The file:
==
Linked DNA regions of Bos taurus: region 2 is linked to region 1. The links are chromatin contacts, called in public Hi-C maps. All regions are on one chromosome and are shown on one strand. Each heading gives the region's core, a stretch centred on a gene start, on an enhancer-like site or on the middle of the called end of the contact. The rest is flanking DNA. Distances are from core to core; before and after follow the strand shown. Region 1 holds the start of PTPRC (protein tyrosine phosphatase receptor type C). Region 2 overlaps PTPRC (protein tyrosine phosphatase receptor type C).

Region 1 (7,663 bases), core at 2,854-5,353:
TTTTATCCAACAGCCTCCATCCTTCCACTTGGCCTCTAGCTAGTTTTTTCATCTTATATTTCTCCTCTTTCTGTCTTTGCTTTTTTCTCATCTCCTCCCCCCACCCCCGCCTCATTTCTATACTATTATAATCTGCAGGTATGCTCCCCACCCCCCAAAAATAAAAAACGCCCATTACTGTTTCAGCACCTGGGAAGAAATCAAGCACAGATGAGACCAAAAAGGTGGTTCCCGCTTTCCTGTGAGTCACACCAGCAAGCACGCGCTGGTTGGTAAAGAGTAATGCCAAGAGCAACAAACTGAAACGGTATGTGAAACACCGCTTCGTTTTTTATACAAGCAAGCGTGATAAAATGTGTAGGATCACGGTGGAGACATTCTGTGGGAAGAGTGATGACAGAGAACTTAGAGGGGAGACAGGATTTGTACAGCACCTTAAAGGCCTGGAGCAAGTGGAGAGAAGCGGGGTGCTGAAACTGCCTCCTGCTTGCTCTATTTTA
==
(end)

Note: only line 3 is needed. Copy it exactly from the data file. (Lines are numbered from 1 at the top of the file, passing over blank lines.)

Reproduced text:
TTTTATCCAACAGCCTCCATCCTTCCACTTGGCCTCTAGCTAGTTTTTTCATCTTATATTTCTCCTCTTTCTGTCTTTGCTTTTTTCTCATCTCCTCCCCCCACCCCCGCCTCATTTCTATACTATTATAATCTGCAGGTATGCTCCCCACCCCCCAAAAATAAAAAACGCCCATTACTGTTTCAGCACCTGGGAAGAAATCAAGCACAGATGAGACCAAAAAGGTGGTTCCCGCTTTCCTGTGAGTCACACCAGCAAGCACGCGCTGGTTGGTAAAGAGTAATGCCAAGAGCAACAAACTGAAACGGTATGTGAAACACCGCTTCGTTTTTTATACAAGCAAGCGTGATAAAATGTGTAGGATCACGGTGGAGACATTCTGTGGGAAGAGTGATGACAGAGAACTTAGAGGGGAGACAGGATTTGTACAGCACCTTAAAGGCCTGGAGCAAGTGGAGAGAAGCGGGGTGCTGAAACTGCCTCCTGCTTGCTCTATTTTA